Question Video: Interpreting and Solving Addition and Subtraction Word Problems | Nagwa Question Video: Interpreting and Solving Addition and Subtraction Word Problems | Nagwa

# Question Video: Interpreting and Solving Addition and Subtraction Word Problems Mathematics

David and Jennifer were building houses out of blocks. David used 36 blocks. Jennifer used 51 blocks. How many blocks did they use? Will the answer be bigger or smaller than the numbers in the question? Do you need to add or subtract to find the answer? Find out how many blocks they need.

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### Video Transcript

David and Jennifer were building houses out of blocks. David used 36 blocks. Jennifer used 51 blocks. How many blocks did they use? Then, we’re asked three questions. Will the answer be bigger or smaller than the numbers in the question? Do you need to add or subtract to find the answer? Find out how many blocks they need.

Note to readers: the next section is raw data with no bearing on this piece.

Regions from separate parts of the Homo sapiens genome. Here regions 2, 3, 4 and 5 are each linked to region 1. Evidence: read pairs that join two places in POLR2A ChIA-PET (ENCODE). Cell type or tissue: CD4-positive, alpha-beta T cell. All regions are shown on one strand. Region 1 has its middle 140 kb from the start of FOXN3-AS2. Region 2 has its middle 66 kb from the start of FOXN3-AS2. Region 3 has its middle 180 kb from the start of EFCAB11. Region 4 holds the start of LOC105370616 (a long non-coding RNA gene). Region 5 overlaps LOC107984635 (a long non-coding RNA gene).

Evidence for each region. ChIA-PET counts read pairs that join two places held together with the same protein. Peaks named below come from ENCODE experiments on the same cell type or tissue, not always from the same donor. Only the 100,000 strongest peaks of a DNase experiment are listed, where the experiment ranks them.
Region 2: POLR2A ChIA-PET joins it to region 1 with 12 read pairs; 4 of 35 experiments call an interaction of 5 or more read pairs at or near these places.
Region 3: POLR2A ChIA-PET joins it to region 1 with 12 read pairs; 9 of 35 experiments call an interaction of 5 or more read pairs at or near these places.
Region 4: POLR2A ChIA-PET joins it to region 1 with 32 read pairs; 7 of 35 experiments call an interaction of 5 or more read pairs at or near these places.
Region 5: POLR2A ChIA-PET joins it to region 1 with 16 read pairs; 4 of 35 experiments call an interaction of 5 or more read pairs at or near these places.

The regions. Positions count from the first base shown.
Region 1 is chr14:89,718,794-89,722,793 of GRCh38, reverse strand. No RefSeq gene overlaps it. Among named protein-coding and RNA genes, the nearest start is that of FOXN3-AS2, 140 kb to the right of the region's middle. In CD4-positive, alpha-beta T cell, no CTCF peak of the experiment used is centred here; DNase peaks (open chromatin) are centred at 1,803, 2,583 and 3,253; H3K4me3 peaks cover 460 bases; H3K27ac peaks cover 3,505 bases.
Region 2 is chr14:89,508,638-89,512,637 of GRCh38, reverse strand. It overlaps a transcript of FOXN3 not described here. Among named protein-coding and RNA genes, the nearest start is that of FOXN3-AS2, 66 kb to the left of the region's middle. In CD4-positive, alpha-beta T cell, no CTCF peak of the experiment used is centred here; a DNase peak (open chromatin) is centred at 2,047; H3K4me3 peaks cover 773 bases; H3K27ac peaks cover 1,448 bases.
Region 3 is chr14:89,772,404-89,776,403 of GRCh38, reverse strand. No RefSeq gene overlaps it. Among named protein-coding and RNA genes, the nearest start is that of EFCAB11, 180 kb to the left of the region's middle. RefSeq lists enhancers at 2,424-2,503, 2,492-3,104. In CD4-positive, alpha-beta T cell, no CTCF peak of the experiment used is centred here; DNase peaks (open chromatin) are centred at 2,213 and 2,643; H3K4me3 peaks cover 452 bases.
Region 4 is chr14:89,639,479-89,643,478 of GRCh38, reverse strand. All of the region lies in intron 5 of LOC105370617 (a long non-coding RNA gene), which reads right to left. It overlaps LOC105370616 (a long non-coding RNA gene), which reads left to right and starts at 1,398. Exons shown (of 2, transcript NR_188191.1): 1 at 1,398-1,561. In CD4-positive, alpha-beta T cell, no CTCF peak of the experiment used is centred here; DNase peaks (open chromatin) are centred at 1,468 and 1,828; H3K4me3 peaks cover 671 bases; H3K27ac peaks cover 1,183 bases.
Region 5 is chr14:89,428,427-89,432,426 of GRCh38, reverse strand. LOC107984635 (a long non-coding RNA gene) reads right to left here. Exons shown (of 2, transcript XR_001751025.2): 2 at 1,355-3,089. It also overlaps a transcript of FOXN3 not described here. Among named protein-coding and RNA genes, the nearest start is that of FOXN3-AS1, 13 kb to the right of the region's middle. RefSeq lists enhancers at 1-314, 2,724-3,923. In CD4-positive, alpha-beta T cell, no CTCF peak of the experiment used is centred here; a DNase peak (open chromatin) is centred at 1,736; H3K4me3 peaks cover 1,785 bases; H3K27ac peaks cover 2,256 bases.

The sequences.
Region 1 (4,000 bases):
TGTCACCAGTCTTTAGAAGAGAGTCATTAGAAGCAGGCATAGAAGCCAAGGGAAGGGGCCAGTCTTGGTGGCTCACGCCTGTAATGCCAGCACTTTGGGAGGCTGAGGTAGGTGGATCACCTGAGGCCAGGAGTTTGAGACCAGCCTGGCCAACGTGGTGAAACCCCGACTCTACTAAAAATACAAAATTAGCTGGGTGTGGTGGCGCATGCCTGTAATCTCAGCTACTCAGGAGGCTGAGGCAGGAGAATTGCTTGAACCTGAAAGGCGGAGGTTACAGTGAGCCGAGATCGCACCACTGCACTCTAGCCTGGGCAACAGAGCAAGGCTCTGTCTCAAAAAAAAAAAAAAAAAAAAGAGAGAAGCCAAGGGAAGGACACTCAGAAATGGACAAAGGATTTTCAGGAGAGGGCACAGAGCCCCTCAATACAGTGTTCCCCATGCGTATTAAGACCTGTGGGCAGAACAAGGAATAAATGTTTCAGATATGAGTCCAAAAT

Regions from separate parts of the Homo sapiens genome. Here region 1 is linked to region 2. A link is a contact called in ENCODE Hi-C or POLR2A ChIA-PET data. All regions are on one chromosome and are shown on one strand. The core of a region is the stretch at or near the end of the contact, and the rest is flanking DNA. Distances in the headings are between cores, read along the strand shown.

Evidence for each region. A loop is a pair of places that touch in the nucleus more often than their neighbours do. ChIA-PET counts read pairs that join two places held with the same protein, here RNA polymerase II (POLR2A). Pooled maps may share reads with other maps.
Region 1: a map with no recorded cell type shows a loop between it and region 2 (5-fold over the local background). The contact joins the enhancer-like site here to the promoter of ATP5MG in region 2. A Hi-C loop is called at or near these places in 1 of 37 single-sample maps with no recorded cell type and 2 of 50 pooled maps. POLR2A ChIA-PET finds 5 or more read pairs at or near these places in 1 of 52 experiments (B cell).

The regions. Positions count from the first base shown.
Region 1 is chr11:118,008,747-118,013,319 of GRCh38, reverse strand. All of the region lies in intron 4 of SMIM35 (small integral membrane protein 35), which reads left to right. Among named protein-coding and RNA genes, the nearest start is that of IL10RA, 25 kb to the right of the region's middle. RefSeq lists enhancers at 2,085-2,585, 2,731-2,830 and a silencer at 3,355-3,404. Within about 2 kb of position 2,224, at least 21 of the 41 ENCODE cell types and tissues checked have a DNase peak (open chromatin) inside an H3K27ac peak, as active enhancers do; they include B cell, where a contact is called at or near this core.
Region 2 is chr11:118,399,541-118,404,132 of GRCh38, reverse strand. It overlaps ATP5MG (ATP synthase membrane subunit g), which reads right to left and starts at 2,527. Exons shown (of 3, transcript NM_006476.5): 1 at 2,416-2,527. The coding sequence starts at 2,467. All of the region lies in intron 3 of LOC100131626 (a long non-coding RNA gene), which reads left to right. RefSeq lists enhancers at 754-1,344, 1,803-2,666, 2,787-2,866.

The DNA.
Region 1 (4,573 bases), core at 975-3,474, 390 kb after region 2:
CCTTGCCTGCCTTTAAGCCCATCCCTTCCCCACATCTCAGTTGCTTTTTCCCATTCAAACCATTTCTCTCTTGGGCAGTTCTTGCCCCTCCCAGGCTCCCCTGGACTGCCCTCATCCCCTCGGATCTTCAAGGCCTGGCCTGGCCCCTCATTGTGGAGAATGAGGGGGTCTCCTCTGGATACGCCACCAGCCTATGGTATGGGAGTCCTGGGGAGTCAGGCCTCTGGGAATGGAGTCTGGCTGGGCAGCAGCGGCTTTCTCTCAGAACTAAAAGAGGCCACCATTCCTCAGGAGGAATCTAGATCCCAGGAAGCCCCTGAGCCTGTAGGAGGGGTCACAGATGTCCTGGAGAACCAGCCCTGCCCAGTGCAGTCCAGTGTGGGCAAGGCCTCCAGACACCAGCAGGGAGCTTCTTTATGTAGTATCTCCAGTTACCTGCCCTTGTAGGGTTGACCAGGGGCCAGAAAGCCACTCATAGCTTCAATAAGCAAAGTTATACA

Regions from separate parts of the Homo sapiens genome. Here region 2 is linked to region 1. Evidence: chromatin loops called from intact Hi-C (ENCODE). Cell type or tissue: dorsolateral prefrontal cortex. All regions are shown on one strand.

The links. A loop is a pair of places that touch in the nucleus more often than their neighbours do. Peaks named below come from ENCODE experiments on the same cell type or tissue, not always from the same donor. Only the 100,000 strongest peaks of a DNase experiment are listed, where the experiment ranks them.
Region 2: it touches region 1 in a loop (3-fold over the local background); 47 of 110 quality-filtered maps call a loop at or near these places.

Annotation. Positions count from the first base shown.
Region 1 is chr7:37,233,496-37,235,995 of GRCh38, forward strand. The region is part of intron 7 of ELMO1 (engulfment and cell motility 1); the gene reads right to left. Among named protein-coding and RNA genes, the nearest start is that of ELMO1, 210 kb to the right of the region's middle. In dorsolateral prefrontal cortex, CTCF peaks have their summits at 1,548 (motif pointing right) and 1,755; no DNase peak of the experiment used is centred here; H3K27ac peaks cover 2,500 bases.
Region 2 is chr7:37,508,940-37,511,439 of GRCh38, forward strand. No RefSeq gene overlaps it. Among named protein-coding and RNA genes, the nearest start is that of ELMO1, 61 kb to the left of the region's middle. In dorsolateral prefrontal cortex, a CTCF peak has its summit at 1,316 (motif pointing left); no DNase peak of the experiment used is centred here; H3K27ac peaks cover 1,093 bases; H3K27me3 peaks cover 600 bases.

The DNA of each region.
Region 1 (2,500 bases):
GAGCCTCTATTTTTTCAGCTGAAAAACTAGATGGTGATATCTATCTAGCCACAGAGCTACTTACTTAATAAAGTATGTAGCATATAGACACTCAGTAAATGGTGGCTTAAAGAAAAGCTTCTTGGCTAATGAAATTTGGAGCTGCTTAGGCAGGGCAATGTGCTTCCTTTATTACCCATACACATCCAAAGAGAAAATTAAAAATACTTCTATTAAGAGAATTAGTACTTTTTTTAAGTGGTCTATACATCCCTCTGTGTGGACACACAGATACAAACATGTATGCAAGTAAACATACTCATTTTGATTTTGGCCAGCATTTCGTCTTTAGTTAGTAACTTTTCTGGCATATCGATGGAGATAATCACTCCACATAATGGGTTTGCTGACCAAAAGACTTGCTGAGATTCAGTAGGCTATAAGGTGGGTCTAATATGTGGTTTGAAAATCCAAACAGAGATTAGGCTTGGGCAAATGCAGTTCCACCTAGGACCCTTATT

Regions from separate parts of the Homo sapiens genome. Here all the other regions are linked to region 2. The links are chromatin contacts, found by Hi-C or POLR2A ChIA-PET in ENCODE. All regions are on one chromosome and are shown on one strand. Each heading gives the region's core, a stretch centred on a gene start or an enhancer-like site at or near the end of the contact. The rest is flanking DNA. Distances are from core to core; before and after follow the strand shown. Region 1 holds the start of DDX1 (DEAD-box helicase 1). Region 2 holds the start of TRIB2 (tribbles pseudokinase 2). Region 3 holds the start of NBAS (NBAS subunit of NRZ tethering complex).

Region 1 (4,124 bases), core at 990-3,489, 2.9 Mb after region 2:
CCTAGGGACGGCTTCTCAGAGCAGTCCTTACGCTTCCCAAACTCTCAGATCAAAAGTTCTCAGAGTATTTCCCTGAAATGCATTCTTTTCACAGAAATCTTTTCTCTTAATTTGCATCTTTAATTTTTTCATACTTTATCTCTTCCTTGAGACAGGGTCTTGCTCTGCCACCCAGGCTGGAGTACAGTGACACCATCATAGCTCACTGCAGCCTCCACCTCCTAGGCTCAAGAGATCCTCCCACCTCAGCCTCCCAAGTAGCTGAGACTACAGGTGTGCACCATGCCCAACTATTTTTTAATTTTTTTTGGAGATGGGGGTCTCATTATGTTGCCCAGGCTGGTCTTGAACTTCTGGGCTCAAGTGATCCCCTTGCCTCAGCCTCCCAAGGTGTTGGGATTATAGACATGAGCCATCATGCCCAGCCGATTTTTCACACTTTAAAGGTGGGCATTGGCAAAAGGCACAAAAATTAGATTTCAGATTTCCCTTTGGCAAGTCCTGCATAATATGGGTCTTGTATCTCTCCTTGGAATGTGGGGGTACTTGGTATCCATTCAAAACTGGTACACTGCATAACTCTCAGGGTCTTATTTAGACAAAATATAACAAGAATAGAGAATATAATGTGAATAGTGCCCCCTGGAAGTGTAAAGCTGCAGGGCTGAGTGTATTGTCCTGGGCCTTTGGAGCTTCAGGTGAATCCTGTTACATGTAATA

This problem asks us to find the total number of blocks that both David and Jennifer use altogether. And so the important information in the problem is the number 36 and the number 51. These are the amounts that both children use. Will the answer be bigger or smaller than the numbers in the question?

Let’s sketch a bar model to represent the problem. Here’s David’s amount of blocks. This bar represents the number of blocks that Jennifer uses. And the long bar underneath represents the total that we’re looking for. So we can see that the answer will be bigger than the numbers in the question because it is the sum of them.

Now that we found the number of blocks that each child has and we know we need to add them together, let’s find out how many blocks they need and solve the problem. There’re lots of different ways that we could add these two numbers together. Let’s just go through one method now. And we know that when we add numbers together, we can add them in any order and the total remains the same.

Because 36 is the smaller number, let’s start with the larger number. Now, we don’t need to add on as many. The next thing we can do is to split or to partition the number 36 into tens and ones. 36 is the same as 30 and six. Now, we can add each part to 51. 51 plus 30 equals 81. And now, we’ll add the six. 81 plus six equals 87.

And so the number of blocks that David and Jennifer use altogether is 87. 36 plus 51 equals 87.

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